Keep on rockin, yeah I said it.
You know you're wired when...
Your life has spark.
Life does not stop with a pacemaker, even though it caught me off guard.
by Lavender - 2023-05-25 10:19:32
Your story is a familiar one-minus being in a rock band and traveling 😜
The passing out part is a commonplace opening act in this band, of which you're a member!
You said, " I do still have moments of anxiety with the odd uncomfortable feeling in my chest (mostly indigestion) or moments of dizziness. The anxiety has also kept me from performing live as the whole situation happened while doing something that I love and now attribute being onstage with the fear of my collapse happening again."
Yep, you will indeed have some odd uncomfortable feelings and moments -that will hopefully ease up in time.
Anxiety goes with the post traumatic stress syndrome. I passed out many times over six months before they finally figured out I have a rare arrhythmia called ventricular standstill. I was like a toy doll dropping flat when the battery pack is removed. I developed a fear of being alone or driving. After getting a pacemaker (I don't have an ICD-I have a CRT-P), I had anxiety because I stopped trusting my body.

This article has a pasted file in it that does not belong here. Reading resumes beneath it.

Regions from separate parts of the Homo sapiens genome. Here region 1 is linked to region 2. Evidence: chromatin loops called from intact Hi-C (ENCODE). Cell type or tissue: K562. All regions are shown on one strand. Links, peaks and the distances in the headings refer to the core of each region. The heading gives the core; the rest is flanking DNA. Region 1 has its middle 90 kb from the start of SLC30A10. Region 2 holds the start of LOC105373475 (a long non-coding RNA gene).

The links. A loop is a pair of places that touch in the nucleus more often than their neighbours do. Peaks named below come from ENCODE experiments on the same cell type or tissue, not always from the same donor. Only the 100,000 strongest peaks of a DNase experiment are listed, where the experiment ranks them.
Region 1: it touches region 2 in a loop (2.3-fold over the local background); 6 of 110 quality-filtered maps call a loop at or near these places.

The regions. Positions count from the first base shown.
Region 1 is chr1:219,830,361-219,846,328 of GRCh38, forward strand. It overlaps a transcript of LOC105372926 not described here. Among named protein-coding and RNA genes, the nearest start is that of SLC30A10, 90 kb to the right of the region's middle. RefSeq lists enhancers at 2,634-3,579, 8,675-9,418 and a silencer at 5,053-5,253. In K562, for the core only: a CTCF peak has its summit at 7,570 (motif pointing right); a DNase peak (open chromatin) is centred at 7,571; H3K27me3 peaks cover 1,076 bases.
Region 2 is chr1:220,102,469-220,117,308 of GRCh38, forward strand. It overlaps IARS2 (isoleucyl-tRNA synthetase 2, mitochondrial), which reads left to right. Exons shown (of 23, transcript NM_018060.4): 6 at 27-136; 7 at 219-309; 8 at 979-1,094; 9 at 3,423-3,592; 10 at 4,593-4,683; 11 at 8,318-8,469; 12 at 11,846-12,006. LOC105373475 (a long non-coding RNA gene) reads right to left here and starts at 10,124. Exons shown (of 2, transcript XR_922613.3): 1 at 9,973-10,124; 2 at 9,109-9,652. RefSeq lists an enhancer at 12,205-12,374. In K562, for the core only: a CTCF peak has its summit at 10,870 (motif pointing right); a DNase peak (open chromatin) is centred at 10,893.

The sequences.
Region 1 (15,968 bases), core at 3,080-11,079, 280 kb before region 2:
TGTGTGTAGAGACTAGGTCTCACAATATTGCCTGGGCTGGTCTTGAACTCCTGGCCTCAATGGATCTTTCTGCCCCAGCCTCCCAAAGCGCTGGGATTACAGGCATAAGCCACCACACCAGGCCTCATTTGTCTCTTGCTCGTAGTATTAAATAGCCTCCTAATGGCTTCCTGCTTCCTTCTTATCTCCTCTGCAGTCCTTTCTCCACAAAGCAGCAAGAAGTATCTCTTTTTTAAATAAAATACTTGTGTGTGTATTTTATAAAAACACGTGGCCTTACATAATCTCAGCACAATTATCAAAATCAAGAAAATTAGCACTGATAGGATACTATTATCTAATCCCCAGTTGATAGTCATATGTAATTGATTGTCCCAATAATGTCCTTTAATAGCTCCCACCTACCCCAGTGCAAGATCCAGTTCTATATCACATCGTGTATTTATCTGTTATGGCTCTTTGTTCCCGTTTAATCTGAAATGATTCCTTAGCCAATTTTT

I didn't want to go anywhere. When I did, I was anticipating more of the fainting (which never happened again) AND I wanted to leave and get home. What was worse was going to this one store where I had dropped in a dead faint and even had a near death experience. (That had happened to me at home too right before getting my pacemaker). Near death experiences were so pleasant! Reality of living was much harder!
I started by forcing myself to drive a few miles to the store to get a few things. In time I was able to shop and go to longer lunches with friends. At first, restaurants freaked me out just waiting so long for the food. I couldn't relax and my anxiety got worse if I felt trapped there too long.
I have had my device two years and I think it took seven months til I noticed that it didn't bother me having it. Give it time, 73Rawk💗
Will you still be permitted to rock on and drum with your ICD? Will the loud speakers be an issue with the vibration?
Do this as soon as your doc allows-get a massage from a licensed professional. Take nature walks with your woman. Be good to yourself!🥁 Your life has been saved!!
Fav KISS song-"Beth" 😉
oh...and... most importantly, my faith carries me through! Prayer and meditation are my daily pill to cope with life's unpredictable and sometimes unpleasant surprises. Headphones with meditation by Michael Sealey-easily found on youtube-esp his ones on anxiety and/or pain are so healing!